A longstanding critic of Kremlin corruption has accused NatWest of closing his bank account in the UK because it had been influenced by an intense and pervasive “black PR” campaign mounted against him by Russian actors in their home country.
“Black PR” is a term referring to a series of connected practices used by Russian state and non-state actors seeking to discredit individuals as part of political or business disputes, and can involve trying to create or obtain kompromat (compromising material) or generating fake media reports.
The accusation by Bill Browder appears in a thinktank report that warns the widespread Russian practice of disseminating falsehoods to ruin reputations is seeping into the UK.
The report calls for businesses, researchers and the courts to be more sceptical about media reports coming from Russia, for British PR firms to adhere to high ethical procedures and for lobbyists to declare when they are employed by foreign powers.
Browder said the example of his banking status can highlight the reach Russian black PR can have internationally, although NatWest said the decision to shut his personal account in 2015 was “a commercial one” that it had reviewed and stuck to.
Browder, once a large investor in Russia, was expelled from the country in 2005 and has actively campaigned against the Kremlin since the murder in prison of a tax lawyer who had worked for him, Sergei Magnitsky.
Since then, Browder has been subject of an intense campaign against him by the Kremlin, which has included the broadcast of at least four films on Russian television falsely accusing him of stealing IMF money and even of killing Magnitsky.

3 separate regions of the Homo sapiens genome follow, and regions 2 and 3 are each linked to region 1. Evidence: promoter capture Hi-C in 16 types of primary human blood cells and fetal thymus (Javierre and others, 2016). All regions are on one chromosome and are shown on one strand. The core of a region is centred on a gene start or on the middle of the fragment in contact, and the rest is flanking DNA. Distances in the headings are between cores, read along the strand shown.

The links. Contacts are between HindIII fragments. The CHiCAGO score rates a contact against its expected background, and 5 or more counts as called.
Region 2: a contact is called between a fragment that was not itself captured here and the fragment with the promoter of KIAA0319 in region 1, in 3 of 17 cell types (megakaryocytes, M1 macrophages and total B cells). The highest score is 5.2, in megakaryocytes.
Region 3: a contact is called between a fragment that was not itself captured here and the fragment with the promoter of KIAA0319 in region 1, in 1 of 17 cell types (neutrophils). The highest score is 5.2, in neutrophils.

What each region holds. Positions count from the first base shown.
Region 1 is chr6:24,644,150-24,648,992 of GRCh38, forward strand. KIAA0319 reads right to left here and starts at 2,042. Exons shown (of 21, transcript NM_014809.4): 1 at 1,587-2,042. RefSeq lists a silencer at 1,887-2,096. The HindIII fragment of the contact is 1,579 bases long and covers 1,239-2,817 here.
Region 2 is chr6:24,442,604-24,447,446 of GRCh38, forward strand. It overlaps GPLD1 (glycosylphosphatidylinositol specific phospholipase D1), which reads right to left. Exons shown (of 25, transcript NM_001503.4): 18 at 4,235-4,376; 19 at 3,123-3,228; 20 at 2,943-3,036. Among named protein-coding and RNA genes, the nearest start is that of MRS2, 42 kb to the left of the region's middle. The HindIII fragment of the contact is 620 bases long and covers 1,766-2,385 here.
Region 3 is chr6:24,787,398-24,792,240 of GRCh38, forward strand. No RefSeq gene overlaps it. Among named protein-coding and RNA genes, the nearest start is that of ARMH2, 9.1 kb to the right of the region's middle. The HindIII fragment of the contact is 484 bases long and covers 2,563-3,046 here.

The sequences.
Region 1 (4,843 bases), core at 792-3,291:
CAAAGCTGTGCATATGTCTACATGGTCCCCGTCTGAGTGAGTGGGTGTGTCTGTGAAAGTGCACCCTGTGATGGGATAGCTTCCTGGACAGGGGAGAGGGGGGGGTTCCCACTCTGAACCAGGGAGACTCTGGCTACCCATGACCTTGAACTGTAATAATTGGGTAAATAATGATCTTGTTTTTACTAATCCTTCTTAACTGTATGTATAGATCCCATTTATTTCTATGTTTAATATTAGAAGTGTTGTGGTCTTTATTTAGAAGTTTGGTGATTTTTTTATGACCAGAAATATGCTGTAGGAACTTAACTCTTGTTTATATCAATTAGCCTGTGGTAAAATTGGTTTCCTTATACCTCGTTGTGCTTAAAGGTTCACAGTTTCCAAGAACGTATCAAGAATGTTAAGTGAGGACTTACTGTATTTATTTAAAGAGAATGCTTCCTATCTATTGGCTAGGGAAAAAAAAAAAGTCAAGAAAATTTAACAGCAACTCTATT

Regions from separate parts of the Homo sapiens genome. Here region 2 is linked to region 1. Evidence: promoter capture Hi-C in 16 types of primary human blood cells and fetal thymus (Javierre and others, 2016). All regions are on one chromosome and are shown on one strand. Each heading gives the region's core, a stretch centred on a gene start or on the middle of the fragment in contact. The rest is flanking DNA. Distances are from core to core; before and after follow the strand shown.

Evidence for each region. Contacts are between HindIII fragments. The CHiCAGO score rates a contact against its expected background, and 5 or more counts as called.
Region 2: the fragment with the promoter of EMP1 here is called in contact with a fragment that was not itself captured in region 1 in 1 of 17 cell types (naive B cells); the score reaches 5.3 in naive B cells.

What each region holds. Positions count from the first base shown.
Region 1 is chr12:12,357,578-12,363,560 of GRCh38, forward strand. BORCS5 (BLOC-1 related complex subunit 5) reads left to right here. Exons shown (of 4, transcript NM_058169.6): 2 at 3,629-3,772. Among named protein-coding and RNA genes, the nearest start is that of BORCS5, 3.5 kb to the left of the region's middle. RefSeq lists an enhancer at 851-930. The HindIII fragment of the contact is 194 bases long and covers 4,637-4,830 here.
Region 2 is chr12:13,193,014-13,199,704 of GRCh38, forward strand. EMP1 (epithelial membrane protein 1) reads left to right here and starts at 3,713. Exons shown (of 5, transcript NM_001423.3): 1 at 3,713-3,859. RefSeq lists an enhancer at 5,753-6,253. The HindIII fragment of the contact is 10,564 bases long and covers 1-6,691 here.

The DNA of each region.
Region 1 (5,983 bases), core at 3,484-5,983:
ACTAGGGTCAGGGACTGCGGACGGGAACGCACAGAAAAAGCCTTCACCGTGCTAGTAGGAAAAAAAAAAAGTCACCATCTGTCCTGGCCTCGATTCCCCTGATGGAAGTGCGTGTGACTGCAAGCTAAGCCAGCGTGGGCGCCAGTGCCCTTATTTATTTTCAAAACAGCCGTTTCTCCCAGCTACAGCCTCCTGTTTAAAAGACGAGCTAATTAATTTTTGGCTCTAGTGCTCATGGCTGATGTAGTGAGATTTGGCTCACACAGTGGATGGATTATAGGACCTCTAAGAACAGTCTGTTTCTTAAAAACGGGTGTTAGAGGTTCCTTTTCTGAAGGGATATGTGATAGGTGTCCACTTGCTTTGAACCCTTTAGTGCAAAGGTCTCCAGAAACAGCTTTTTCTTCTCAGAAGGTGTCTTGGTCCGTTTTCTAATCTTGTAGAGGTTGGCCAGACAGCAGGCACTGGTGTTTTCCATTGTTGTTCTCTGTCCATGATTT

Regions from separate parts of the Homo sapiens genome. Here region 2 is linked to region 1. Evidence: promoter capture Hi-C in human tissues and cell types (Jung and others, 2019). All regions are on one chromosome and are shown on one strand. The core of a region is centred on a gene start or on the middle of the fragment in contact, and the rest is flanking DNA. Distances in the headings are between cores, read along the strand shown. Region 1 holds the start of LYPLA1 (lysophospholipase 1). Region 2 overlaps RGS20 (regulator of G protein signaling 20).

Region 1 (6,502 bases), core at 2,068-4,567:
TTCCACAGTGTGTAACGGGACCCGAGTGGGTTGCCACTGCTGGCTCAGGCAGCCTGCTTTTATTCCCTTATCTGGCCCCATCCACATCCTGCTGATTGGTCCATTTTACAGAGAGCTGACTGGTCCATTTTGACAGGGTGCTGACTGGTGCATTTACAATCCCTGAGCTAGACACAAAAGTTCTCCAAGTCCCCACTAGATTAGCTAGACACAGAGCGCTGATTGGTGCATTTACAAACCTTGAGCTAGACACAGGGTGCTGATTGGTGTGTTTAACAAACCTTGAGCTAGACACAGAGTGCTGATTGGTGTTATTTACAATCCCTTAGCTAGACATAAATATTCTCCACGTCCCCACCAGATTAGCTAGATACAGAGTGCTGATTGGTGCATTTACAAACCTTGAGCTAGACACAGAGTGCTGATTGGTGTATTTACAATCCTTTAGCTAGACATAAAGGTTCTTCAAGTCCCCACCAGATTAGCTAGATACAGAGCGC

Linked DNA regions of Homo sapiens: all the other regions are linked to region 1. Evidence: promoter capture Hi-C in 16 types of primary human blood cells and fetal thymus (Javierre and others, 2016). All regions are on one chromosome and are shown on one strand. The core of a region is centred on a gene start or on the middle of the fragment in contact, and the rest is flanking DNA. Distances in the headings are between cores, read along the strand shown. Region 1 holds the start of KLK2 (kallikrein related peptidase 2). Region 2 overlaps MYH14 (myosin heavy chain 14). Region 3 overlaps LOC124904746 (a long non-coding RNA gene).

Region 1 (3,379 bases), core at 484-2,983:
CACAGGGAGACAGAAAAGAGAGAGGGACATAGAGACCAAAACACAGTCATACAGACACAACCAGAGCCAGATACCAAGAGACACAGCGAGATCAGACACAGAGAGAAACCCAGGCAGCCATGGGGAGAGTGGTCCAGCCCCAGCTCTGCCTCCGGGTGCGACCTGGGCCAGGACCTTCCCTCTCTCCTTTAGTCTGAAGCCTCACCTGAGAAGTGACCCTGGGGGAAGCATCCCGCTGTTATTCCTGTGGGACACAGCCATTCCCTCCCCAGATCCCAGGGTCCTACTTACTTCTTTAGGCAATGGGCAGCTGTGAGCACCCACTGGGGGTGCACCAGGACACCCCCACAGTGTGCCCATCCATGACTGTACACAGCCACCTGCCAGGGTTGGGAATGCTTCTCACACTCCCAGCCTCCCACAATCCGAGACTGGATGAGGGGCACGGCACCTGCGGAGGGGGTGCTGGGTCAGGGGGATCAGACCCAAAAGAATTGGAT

The campaign in Russia, Browder said, ultimately influenced the British bank. “I had an account at NatWest for 25 years, I was considered one of their most profitable customers, and they told me outright they were closing my account because of the Russian press reports,” he told the Guardian.
The author of the report, Andrew Foxhall, former director of research at the Henry Jackson Society thinktank, said: “It would be easy to dismiss the significance of this black PR campaign against Browder if it had remained in Russia. But it has not”.
Some of the false accusations made against Browder had also appeared in newspaper articles and court documents in the UK, Foxhall added, in a report entitled “Russian ‘Black PR’: Examining the Practice of Ruining Reputations”.
Among the measures called for in the report is the introduction of a US-style foreign agents registration act in the UK, which would require lobbyists and PR firms to register and disclose work on behalf of foreign principals.
Any UK scheme, the possible introduction of which was hinted at in last year’s Queen’s speech, should cover both hostile states such as Russia but also “individuals with close links to hostile states”.
Browder submitted evidence to the intelligence and security committee inquiry into Russia, published by the Guardian earlier this year, accusing Russia of hiring a network of British politicians and consultants to help advance its criminal interests and to “go after” Vladimir Putin’s enemies in London.
A NatWest spokesperson said: “The decision was made a number of years ago and was simply a commercial decision, based on a number of different factors all of which were considered extensively and with great care. The matter was subsequently revisited and the decision remained, with appropriate notice periods given.”